Monday, October 13, 2014

Up the Skirt Photos a Free Speech Right?

"The center cannot hold; things fall apart."    —W. B. Yeats

You probably missed it, but Washington D.C. Superior Court Judge Juliet McKenna recently declared innocent a man arrested for surreptitiously taking photos up women’s skirts of their private parts. Why? The photos were an exercise of “free speech." Besides that, woman do not have a “right to privacy” in public places if they are so foolish as to let someone do this. (2)

Do you ever get the impression that the definition of  “free speech” may be going too far—and all at the same time an ominous counter-trend in the law eats away at other protections to our freedom?

On the one hand, we’ve gained all kinds of ground for what sociologist Robert Bellah called “individualistic expressionism.” (3) On the other hand, laws that allow the government to confiscate personal property merely upon suspicion of a crime, for example, continue to grow apace. And this is to say nothing about the egregious ways in which the rights of minorities are violated daily in the justice system. (I sometimes have a momentary paranoid flash that increasing personal freedom may be a “bread and circuses” ploy to satisfy the population while the National Security State encroaches more and more). 

While legally a different issue, the reinterpretation of the Second Amendment away from its original social meaning (the need for militias) to a purely individualistic meaning (my absolute right to carry a weapon) is part of the same trend.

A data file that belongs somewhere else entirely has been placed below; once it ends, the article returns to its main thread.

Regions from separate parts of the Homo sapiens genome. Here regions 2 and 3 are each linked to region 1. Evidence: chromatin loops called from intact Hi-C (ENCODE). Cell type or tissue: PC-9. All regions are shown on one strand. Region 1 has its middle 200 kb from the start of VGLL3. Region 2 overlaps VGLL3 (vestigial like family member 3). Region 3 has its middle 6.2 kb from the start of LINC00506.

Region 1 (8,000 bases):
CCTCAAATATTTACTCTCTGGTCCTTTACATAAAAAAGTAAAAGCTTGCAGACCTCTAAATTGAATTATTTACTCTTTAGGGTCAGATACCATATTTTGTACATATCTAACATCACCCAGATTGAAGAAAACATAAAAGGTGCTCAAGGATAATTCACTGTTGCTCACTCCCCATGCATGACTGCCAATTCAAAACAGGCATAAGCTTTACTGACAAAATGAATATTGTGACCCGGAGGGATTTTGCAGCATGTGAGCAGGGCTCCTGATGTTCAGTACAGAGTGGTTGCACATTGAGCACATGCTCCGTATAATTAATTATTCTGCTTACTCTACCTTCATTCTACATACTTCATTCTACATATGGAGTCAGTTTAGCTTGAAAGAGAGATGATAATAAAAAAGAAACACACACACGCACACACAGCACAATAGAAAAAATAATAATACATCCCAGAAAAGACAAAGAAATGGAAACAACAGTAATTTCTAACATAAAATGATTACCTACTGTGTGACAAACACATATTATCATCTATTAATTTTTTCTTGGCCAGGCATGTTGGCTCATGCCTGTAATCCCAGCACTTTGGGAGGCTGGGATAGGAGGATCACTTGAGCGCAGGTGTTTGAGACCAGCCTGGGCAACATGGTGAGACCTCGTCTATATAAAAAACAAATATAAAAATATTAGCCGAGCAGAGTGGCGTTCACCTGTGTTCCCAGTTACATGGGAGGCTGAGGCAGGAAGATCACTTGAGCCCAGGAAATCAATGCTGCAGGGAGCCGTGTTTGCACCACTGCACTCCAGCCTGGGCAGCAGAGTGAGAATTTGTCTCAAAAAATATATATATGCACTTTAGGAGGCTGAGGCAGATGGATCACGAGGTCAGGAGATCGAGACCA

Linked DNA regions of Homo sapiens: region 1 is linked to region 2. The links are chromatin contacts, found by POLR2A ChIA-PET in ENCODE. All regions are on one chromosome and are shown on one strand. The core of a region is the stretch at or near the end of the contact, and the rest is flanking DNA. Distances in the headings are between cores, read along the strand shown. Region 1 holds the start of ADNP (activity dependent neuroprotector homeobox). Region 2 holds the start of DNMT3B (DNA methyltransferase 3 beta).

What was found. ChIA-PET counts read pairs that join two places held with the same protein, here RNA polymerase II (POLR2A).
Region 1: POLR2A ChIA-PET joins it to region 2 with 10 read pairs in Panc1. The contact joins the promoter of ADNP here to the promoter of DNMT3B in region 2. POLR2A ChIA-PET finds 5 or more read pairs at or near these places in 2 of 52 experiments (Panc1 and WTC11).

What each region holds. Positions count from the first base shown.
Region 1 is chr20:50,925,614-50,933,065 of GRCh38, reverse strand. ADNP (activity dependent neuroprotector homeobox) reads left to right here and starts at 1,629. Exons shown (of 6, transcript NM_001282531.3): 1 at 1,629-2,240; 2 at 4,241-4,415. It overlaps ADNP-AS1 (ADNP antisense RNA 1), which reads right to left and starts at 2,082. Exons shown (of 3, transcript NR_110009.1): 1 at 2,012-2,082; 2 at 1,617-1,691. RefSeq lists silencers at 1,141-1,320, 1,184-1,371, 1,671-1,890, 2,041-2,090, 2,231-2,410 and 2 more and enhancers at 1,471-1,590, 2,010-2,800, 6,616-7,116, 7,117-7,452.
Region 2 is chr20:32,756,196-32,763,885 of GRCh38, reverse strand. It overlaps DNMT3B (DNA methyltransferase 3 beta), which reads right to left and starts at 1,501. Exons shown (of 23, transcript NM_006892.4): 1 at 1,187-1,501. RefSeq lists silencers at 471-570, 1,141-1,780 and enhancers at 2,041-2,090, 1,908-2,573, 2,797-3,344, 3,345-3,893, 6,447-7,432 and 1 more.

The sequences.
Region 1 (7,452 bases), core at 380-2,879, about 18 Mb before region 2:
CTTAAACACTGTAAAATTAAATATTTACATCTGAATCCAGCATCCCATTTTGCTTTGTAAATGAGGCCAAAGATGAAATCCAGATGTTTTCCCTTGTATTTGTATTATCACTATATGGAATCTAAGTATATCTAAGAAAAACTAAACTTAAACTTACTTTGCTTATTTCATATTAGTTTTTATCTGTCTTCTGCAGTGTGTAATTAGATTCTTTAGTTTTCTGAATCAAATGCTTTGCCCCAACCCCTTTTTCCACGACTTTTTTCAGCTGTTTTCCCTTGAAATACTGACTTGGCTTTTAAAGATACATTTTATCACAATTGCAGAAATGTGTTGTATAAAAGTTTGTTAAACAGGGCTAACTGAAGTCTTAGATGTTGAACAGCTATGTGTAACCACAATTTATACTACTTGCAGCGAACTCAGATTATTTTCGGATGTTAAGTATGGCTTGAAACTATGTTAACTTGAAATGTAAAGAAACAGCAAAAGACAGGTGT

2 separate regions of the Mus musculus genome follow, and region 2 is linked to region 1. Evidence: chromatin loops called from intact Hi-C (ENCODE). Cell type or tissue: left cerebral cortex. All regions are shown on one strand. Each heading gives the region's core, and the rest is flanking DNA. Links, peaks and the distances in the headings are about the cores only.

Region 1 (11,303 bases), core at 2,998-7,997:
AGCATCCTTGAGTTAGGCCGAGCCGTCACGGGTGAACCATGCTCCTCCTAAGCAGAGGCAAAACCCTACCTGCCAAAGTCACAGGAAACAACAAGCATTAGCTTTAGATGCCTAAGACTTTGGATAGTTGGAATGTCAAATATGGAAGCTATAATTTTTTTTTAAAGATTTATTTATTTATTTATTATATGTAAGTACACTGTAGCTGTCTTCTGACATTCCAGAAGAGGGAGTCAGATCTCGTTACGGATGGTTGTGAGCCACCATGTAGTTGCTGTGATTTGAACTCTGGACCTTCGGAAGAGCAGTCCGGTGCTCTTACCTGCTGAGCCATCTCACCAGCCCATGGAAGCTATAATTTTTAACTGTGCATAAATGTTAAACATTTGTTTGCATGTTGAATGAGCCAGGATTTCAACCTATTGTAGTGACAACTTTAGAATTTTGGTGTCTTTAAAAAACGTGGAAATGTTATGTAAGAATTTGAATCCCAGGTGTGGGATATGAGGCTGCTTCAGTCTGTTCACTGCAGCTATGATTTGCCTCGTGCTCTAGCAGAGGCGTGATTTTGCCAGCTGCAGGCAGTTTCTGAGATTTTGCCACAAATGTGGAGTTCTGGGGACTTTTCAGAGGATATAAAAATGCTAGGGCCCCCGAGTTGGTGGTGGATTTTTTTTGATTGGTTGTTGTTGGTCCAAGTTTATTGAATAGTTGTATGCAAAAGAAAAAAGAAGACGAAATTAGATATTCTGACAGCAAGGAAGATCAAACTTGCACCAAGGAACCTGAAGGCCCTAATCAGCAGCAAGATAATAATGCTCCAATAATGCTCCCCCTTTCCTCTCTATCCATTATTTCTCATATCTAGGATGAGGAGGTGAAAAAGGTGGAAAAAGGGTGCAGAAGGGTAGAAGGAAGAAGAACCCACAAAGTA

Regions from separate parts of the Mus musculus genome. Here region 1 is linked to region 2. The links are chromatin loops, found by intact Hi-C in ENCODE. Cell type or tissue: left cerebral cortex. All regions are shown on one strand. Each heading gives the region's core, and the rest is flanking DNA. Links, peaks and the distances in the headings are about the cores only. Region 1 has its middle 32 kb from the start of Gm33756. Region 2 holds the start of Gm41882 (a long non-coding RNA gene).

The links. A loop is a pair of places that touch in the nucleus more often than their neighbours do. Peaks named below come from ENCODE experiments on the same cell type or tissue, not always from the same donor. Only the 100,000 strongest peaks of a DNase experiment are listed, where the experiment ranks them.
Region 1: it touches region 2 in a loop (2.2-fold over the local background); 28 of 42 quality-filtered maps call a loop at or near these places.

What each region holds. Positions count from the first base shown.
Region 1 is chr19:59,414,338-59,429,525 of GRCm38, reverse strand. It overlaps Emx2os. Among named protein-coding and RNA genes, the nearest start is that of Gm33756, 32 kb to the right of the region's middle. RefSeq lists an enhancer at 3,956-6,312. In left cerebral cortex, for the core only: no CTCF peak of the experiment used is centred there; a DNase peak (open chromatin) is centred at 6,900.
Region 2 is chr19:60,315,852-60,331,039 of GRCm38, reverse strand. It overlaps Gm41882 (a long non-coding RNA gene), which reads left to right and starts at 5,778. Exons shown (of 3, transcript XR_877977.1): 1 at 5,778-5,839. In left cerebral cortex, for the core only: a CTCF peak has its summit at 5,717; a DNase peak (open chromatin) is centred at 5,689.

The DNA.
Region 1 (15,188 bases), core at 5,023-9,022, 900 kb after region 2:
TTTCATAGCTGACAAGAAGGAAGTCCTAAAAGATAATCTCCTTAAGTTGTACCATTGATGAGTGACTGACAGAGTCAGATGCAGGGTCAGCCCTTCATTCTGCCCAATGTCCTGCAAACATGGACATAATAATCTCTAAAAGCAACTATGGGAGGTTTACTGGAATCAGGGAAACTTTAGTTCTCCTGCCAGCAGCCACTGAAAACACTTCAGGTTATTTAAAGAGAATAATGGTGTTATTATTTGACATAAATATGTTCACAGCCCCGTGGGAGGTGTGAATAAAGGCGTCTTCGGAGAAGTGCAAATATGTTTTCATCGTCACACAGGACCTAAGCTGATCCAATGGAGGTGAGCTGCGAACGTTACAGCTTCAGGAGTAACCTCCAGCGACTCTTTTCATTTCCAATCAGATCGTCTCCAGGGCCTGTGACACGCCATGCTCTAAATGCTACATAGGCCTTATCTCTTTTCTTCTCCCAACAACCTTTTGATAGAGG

An eroding societal ‘center’?

Don’t get me wrong. I’m very happy to live in a country with a right to express freely my social, political, and religious ideas. But stealth photos of women’s crotches as free speech—give me a break! Better yet, give the judiciary some greater sense of the idea that every right carries with it responsibilities. I was taught, in Seminary, that any virtue carried to the extreme becomes a vice, and that even free speech was limited by a cultural sense of social responsibility.

But that stabilizing center of social sensibility, personal self-restraint and responsibility progessively erodes in our midst, more and more issues end up in court rather than settled by cultural norms and standards.

Where is the balance?

Early 20th Century Supreme Court Justice Oliver Wendell Holmes said that the constitutional prohibition of legislation against free speech was not ”intended to give immunity for every possible use of language.” He was the product of a culture which considered free speech to be tempered by self-regulation for the common good.  Contemporary legal theorists like Nigel Warburton consider such ideas “outmoded.” (4)

"Free speech” has expanded to cover flag burning, most pornography, heckling near women going for an abortion, hurling anti-gay slurs at the military funerals and outside church services, and (still a mind-boggle to me) corporate and personal rights to give enormous amounts once forbidden to political campaigns. Liberals and conservatives alike applaud the freedoms they like and deplore those they don’t.

If rights have no limits, one set of rights clashes severely with another set of rights. All issues of freedom are, for Americans, very touchy. But so is the guy using stealth to peek up your skirt, which new technology makes easy to do secretly and stealthily.

How can we find a new stabilizing center? Or will our growing freedoms become the anarchy the Security State will find a tempting target for future expansion?
1. William Butler Yeats, The Second Coming.  See

2. See Jessica Goldstein,  "In the Light of the Upskirt Ruling, Some Fashion Tips for Ladies"

3. See Robert Bellah, Habits of the Heart: Individualism and Commitment in American Life.

4. See Free Speech: A Very Short Introduction by Nigel Warburton.

1 comment:

  1. Bravo. The law has not evolved as quickly as the technology. Judges are afraid to be seen as activist.